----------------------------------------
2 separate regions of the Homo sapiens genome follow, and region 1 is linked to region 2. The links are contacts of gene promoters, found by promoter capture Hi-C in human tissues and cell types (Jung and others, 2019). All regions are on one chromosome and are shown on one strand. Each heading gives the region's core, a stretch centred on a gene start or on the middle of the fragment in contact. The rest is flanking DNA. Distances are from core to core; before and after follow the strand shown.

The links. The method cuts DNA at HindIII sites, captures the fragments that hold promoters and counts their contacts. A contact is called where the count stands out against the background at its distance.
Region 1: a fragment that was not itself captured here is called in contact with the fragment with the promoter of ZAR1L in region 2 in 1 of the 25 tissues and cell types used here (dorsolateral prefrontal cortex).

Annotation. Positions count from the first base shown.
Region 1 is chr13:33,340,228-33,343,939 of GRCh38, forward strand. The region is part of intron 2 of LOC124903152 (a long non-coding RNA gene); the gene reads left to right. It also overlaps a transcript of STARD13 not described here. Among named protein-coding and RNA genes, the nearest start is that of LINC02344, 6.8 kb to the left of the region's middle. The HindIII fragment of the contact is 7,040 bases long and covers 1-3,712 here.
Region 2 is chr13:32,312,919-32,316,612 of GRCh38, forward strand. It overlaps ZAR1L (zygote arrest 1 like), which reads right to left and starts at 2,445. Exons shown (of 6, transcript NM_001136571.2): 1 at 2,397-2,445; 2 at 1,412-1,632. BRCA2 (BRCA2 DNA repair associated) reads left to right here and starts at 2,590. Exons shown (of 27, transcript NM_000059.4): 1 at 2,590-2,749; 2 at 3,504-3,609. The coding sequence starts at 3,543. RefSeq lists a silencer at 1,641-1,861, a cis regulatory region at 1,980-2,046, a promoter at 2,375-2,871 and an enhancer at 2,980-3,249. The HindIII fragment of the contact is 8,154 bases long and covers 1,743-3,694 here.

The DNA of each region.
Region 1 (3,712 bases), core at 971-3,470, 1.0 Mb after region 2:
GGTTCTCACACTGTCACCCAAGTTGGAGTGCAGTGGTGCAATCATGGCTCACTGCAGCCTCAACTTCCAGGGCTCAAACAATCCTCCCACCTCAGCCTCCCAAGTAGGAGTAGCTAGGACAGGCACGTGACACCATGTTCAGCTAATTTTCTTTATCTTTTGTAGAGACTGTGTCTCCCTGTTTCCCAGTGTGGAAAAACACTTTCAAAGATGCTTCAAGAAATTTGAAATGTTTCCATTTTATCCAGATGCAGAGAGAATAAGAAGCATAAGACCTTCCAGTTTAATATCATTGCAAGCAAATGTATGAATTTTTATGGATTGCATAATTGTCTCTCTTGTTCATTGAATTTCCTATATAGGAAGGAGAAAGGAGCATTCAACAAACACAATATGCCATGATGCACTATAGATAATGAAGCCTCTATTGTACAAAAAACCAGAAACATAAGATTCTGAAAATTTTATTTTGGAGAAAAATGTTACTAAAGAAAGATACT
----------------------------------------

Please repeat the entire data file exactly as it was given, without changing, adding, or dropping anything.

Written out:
2 separate regions of the Homo sapiens genome follow, and region 1 is linked to region 2. The links are contacts of gene promoters, found by promoter capture Hi-C in human tissues and cell types (Jung and others, 2019). All regions are on one chromosome and are shown on one strand. Each heading gives the region's core, a stretch centred on a gene start or on the middle of the fragment in contact. The rest is flanking DNA. Distances are from core to core; before and after follow the strand shown.

The links. The method cuts DNA at HindIII sites, captures the fragments that hold promoters and counts their contacts. A contact is called where the count stands out against the background at its distance.
Region 1: a fragment that was not itself captured here is called in contact with the fragment with the promoter of ZAR1L in region 2 in 1 of the 25 tissues and cell types used here (dorsolateral prefrontal cortex).

Annotation. Positions count from the first base shown.
Region 1 is chr13:33,340,228-33,343,939 of GRCh38, forward strand. The region is part of intron 2 of LOC124903152 (a long non-coding RNA gene); the gene reads left to right. It also overlaps a transcript of STARD13 not described here. Among named protein-coding and RNA genes, the nearest start is that of LINC02344, 6.8 kb to the left of the region's middle. The HindIII fragment of the contact is 7,040 bases long and covers 1-3,712 here.
Region 2 is chr13:32,312,919-32,316,612 of GRCh38, forward strand. It overlaps ZAR1L (zygote arrest 1 like), which reads right to left and starts at 2,445. Exons shown (of 6, transcript NM_001136571.2): 1 at 2,397-2,445; 2 at 1,412-1,632. BRCA2 (BRCA2 DNA repair associated) reads left to right here and starts at 2,590. Exons shown (of 27, transcript NM_000059.4): 1 at 2,590-2,749; 2 at 3,504-3,609. The coding sequence starts at 3,543. RefSeq lists a silencer at 1,641-1,861, a cis regulatory region at 1,980-2,046, a promoter at 2,375-2,871 and an enhancer at 2,980-3,249. The HindIII fragment of the contact is 8,154 bases long and covers 1,743-3,694 here.

The DNA of each region.
Region 1 (3,712 bases), core at 971-3,470, 1.0 Mb after region 2:
GGTTCTCACACTGTCACCCAAGTTGGAGTGCAGTGGTGCAATCATGGCTCACTGCAGCCTCAACTTCCAGGGCTCAAACAATCCTCCCACCTCAGCCTCCCAAGTAGGAGTAGCTAGGACAGGCACGTGACACCATGTTCAGCTAATTTTCTTTATCTTTTGTAGAGACTGTGTCTCCCTGTTTCCCAGTGTGGAAAAACACTTTCAAAGATGCTTCAAGAAATTTGAAATGTTTCCATTTTATCCAGATGCAGAGAGAATAAGAAGCATAAGACCTTCCAGTTTAATATCATTGCAAGCAAATGTATGAATTTTTATGGATTGCATAATTGTCTCTCTTGTTCATTGAATTTCCTATATAGGAAGGAGAAAGGAGCATTCAACAAACACAATATGCCATGATGCACTATAGATAATGAAGCCTCTATTGTACAAAAAACCAGAAACATAAGATTCTGAAAATTTTATTTTGGAGAAAAATGTTACTAAAGAAAGATACT